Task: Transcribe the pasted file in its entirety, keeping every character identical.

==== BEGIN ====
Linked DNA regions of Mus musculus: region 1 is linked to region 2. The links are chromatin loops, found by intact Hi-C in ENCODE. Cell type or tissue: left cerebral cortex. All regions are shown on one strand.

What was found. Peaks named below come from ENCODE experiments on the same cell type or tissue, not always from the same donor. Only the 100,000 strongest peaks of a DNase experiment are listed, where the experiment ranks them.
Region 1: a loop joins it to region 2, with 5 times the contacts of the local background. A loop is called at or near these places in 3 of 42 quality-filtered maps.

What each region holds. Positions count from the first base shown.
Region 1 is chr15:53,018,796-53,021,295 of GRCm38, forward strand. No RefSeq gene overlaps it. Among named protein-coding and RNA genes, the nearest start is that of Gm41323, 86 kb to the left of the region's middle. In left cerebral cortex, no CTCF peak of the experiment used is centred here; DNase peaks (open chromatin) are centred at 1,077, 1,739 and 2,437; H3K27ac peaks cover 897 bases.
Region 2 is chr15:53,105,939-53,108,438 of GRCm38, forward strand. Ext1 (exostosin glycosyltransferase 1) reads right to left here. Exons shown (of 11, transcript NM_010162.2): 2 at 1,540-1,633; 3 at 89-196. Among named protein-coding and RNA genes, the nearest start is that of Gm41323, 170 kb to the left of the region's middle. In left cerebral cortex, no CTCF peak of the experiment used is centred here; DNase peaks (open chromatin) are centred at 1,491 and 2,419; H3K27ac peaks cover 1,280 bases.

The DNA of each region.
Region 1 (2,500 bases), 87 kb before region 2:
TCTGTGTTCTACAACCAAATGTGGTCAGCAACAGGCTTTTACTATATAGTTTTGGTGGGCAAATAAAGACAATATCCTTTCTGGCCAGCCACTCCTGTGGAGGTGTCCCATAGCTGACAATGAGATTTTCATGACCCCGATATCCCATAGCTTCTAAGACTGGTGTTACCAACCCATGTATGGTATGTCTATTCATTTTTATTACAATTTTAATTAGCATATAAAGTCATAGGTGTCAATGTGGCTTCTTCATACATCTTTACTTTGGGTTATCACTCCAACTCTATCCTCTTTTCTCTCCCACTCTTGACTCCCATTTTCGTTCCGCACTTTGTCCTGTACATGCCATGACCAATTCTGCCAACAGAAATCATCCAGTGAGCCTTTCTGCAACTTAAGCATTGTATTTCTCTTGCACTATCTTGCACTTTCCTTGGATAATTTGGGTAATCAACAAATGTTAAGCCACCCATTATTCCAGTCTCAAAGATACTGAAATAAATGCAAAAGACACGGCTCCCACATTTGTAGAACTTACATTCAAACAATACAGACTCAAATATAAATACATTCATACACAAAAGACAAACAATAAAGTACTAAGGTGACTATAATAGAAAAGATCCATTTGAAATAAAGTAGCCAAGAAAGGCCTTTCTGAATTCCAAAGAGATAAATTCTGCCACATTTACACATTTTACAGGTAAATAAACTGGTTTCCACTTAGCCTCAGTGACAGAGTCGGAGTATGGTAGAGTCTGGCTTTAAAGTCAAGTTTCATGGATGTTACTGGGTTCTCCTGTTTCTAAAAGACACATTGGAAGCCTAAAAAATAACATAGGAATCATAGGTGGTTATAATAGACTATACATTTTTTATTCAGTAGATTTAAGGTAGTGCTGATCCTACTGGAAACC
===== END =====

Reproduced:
Linked DNA regions of Mus musculus: region 1 is linked to region 2. The links are chromatin loops, found by intact Hi-C in ENCODE. Cell type or tissue: left cerebral cortex. All regions are shown on one strand.

What was found. Peaks named below come from ENCODE experiments on the same cell type or tissue, not always from the same donor. Only the 100,000 strongest peaks of a DNase experiment are listed, where the experiment ranks them.
Region 1: a loop joins it to region 2, with 5 times the contacts of the local background. A loop is called at or near these places in 3 of 42 quality-filtered maps.

What each region holds. Positions count from the first base shown.
Region 1 is chr15:53,018,796-53,021,295 of GRCm38, forward strand. No RefSeq gene overlaps it. Among named protein-coding and RNA genes, the nearest start is that of Gm41323, 86 kb to the left of the region's middle. In left cerebral cortex, no CTCF peak of the experiment used is centred here; DNase peaks (open chromatin) are centred at 1,077, 1,739 and 2,437; H3K27ac peaks cover 897 bases.
Region 2 is chr15:53,105,939-53,108,438 of GRCm38, forward strand. Ext1 (exostosin glycosyltransferase 1) reads right to left here. Exons shown (of 11, transcript NM_010162.2): 2 at 1,540-1,633; 3 at 89-196. Among named protein-coding and RNA genes, the nearest start is that of Gm41323, 170 kb to the left of the region's middle. In left cerebral cortex, no CTCF peak of the experiment used is centred here; DNase peaks (open chromatin) are centred at 1,491 and 2,419; H3K27ac peaks cover 1,280 bases.

The DNA of each region.
Region 1 (2,500 bases), 87 kb before region 2:
TCTGTGTTCTACAACCAAATGTGGTCAGCAACAGGCTTTTACTATATAGTTTTGGTGGGCAAATAAAGACAATATCCTTTCTGGCCAGCCACTCCTGTGGAGGTGTCCCATAGCTGACAATGAGATTTTCATGACCCCGATATCCCATAGCTTCTAAGACTGGTGTTACCAACCCATGTATGGTATGTCTATTCATTTTTATTACAATTTTAATTAGCATATAAAGTCATAGGTGTCAATGTGGCTTCTTCATACATCTTTACTTTGGGTTATCACTCCAACTCTATCCTCTTTTCTCTCCCACTCTTGACTCCCATTTTCGTTCCGCACTTTGTCCTGTACATGCCATGACCAATTCTGCCAACAGAAATCATCCAGTGAGCCTTTCTGCAACTTAAGCATTGTATTTCTCTTGCACTATCTTGCACTTTCCTTGGATAATTTGGGTAATCAACAAATGTTAAGCCACCCATTATTCCAGTCTCAAAGATACTGAAATAAATGCAAAAGACACGGCTCCCACATTTGTAGAACTTACATTCAAACAATACAGACTCAAATATAAATACATTCATACACAAAAGACAAACAATAAAGTACTAAGGTGACTATAATAGAAAAGATCCATTTGAAATAAAGTAGCCAAGAAAGGCCTTTCTGAATTCCAAAGAGATAAATTCTGCCACATTTACACATTTTACAGGTAAATAAACTGGTTTCCACTTAGCCTCAGTGACAGAGTCGGAGTATGGTAGAGTCTGGCTTTAAAGTCAAGTTTCATGGATGTTACTGGGTTCTCCTGTTTCTAAAAGACACATTGGAAGCCTAAAAAATAACATAGGAATCATAGGTGGTTATAATAGACTATACATTTTTTATTCAGTAGATTTAAGGTAGTGCTGATCCTACTGGAAACC